In a big way, I kind of wonder if most 3-star generals are highly over-rated in their influence upon their 2-star generals in regards to tactical, battlefield combat (attack and defence). The main impact of a 3-star general should be in regards to CP and Strategic ratings (good administration, and ability to kick their subordinates into action), yet, I think that the statement Lee or Grant won this battle is a general comment, when in reality it was the Corps commanders who directed the tactical and local strategic engagement.

While it can be said, that the choice of positioning the army by the Army Commander can influence the attack and defence values of their subordinate corps commanders (setting your army up on the best ridges in the area, or concentrating for the attack in areas with good roads, able to direct replacements, etc.) these influences are only relatively minor, and truly once the battle has begun, it was out of control of the Army Commander and in the hands of the Corps and Divisional Commanders.

One thing I am thinking is that the relationship between the Army and Corps commanders was not really taken into account when the initial stats for commanders were developed. Take Lee and Jackson.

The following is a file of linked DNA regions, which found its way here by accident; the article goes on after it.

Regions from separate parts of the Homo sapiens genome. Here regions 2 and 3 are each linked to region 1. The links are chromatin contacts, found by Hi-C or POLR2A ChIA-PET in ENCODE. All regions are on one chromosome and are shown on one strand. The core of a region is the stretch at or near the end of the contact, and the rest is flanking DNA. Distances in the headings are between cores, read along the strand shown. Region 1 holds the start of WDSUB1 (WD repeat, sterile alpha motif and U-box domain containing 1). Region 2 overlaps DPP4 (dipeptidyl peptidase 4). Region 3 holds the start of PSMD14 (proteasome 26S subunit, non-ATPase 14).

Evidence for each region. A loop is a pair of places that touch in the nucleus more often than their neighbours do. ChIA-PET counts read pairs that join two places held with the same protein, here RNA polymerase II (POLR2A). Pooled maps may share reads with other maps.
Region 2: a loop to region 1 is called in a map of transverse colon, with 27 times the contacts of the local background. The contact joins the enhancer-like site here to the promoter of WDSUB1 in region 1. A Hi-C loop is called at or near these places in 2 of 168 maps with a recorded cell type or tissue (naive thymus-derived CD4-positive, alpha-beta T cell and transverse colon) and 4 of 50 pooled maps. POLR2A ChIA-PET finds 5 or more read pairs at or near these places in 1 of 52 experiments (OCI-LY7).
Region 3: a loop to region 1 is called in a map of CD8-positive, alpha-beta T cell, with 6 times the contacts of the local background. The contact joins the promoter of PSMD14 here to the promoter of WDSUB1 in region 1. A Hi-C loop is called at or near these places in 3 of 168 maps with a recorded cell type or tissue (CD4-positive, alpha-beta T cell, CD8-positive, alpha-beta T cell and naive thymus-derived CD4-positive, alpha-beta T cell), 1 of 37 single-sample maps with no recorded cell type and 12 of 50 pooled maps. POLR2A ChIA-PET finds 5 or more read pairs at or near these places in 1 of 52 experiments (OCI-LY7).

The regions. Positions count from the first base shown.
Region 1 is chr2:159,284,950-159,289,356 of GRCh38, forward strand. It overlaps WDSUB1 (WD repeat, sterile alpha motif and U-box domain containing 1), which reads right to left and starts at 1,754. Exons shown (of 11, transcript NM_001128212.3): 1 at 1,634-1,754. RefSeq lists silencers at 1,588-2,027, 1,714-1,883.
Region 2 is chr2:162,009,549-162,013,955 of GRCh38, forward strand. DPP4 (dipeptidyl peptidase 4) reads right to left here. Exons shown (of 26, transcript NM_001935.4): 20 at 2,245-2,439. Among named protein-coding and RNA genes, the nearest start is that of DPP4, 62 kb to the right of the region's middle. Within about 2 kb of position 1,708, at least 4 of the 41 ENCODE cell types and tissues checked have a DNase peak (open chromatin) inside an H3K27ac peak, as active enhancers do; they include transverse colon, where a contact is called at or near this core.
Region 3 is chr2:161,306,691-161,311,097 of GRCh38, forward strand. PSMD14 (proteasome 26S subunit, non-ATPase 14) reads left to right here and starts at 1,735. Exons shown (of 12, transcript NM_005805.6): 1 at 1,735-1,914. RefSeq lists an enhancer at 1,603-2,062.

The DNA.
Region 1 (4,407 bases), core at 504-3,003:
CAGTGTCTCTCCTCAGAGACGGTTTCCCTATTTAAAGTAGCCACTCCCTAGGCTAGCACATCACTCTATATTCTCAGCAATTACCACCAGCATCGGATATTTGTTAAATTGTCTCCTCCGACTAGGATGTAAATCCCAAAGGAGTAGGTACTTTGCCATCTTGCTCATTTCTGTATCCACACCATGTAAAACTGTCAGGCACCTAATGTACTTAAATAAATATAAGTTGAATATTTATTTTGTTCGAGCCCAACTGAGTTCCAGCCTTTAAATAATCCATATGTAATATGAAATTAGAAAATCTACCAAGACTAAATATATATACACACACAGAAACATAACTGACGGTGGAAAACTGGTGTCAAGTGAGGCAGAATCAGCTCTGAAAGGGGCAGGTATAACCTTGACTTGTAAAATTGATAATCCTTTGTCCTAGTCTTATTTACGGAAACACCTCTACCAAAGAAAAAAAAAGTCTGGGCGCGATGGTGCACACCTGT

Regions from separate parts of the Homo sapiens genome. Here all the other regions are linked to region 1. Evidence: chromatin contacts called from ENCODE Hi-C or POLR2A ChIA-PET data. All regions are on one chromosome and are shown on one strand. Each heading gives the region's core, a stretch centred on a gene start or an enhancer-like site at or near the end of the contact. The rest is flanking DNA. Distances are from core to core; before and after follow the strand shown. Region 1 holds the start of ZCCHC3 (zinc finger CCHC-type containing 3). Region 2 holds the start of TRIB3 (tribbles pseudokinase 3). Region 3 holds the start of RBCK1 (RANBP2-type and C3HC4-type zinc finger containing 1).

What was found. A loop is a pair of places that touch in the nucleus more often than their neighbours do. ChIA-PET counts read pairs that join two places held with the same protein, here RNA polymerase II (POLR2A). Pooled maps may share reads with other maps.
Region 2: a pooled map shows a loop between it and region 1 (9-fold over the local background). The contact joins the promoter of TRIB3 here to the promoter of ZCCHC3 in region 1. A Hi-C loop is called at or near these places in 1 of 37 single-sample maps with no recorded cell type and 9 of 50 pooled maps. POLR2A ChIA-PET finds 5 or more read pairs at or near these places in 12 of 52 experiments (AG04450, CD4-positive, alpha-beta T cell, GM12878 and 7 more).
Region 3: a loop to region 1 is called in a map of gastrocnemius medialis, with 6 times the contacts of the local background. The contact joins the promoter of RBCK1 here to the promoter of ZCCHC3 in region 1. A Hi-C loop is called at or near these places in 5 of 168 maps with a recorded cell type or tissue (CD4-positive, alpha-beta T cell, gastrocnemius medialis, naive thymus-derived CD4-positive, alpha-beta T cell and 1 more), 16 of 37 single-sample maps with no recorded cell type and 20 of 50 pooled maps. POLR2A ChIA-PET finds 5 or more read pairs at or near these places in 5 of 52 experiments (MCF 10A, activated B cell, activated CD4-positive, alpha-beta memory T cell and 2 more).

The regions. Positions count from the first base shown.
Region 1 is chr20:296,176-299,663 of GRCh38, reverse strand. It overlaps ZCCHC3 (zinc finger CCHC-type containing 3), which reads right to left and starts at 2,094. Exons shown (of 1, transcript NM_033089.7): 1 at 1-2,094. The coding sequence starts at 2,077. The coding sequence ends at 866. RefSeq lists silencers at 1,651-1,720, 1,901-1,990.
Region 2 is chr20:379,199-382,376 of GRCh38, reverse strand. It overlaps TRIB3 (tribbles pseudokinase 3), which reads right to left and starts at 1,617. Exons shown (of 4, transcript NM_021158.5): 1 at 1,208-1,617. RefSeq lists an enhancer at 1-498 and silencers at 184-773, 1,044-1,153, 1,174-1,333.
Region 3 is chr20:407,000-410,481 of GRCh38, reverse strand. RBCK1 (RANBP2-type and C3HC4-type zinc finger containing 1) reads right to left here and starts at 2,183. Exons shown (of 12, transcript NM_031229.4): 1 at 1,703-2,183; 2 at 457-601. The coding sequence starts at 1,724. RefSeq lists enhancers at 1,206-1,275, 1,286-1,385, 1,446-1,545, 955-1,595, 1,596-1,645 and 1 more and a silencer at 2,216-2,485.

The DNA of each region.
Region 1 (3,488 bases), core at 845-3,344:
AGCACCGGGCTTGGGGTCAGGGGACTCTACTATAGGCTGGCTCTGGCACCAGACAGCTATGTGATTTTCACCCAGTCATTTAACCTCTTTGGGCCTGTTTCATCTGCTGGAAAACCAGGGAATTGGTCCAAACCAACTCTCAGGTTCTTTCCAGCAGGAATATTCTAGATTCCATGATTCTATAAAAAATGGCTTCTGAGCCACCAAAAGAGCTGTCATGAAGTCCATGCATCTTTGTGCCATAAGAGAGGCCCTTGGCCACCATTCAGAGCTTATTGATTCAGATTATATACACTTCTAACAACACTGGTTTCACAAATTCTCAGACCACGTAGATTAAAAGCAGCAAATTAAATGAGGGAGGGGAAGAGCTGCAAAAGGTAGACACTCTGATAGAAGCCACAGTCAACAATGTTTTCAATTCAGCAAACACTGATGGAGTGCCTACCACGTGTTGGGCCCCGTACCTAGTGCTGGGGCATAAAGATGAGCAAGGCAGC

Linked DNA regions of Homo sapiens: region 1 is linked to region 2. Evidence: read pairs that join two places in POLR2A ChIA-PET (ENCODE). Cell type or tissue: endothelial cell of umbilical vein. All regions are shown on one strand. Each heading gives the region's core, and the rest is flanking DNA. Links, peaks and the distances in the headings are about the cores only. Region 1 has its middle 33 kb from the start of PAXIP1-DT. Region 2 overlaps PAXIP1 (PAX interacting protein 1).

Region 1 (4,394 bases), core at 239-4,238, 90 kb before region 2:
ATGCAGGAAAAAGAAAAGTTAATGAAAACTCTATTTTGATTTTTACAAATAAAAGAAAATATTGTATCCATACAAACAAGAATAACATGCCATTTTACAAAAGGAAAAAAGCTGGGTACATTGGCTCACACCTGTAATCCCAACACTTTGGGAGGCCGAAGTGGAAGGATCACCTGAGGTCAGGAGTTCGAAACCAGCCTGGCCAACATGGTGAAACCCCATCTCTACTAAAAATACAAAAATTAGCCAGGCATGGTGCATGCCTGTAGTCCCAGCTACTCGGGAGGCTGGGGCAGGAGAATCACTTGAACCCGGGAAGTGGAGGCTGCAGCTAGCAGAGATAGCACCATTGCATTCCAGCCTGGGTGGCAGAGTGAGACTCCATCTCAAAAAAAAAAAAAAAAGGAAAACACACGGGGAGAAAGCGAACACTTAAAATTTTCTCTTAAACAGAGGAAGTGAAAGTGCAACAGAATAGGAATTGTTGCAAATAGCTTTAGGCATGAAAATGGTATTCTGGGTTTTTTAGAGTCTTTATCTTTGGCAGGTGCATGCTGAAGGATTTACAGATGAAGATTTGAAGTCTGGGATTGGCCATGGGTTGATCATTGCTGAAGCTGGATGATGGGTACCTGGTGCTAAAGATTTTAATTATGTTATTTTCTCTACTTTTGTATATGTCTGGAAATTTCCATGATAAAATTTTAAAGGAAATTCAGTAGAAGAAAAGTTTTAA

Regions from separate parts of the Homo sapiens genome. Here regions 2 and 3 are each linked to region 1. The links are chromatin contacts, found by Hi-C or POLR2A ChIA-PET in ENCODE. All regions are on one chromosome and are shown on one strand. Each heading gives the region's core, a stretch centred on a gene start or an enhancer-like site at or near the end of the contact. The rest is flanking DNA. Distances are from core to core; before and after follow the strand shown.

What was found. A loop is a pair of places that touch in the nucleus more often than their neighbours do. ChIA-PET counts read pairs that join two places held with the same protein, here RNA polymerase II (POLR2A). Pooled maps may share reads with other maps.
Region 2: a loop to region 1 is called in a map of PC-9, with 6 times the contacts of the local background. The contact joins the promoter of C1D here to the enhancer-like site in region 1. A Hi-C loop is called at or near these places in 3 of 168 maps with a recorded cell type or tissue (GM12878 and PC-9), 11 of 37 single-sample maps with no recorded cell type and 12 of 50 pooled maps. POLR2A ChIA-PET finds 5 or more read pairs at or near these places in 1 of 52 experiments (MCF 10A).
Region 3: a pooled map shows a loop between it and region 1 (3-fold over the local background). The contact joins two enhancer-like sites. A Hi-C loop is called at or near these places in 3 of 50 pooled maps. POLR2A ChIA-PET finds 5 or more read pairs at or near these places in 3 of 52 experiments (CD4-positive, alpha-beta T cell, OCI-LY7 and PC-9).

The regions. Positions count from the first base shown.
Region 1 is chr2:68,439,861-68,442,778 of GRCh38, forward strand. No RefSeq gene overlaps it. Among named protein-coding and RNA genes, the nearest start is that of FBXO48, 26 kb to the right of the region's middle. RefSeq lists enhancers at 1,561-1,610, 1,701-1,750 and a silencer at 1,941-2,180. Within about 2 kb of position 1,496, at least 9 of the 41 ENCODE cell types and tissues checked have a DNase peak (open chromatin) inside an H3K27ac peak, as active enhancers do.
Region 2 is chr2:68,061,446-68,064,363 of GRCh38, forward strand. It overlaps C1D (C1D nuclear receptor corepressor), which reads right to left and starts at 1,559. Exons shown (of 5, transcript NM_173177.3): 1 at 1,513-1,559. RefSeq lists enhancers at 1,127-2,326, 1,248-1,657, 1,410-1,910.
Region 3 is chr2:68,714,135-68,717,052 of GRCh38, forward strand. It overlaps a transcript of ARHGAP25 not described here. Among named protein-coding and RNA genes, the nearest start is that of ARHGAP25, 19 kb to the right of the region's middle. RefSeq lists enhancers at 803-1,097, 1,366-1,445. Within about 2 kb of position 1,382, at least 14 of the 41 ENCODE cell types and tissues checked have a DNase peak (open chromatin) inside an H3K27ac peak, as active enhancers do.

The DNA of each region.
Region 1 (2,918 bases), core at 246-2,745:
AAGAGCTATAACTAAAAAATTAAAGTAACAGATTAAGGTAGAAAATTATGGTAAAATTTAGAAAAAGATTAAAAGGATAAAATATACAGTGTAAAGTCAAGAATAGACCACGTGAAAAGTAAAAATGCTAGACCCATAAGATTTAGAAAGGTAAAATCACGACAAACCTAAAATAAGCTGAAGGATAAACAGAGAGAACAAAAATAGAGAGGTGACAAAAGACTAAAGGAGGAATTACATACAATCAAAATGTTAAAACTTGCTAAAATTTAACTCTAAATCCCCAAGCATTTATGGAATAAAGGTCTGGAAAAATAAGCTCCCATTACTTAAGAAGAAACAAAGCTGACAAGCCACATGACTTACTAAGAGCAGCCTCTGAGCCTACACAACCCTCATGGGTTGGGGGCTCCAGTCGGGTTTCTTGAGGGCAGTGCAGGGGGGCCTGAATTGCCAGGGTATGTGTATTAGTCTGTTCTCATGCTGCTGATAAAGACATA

The thread about Lee was basically discussing his battlefield successes and defeats. They gave him such a high rating because he was so successful in command of his army (general) and abilities to reflect this (and his failures).

In a totally different thread, there was discussion of Jackson. They rated him on his successes and defeats, and rated him extremely high as a result.

However, in game, should you combine Jackson and Lee into the command system, Jackson gains benefits of Lee's strategic and attack/defence values. He is already rated at a high level, based upon his success in battle, yet, these previous discussions looked at him in a total vacuum, and did not involve any talk of wether Lee influences him positively or negatively in his ability. In reality, is Lee's value in game so high because of his personal battlefield ability, or, is it high because battles he waged with Jackson in command of his corps were generally victories? Did Lee prop up Jackson, Jackson prop up Lee, or both mutually support each other? If Lee did not have Jackson, would he have been able to win his earlier battles? If Jackson didn't have Lee, would he have the strategic freedom to fully implement his imaginative battlefield plans?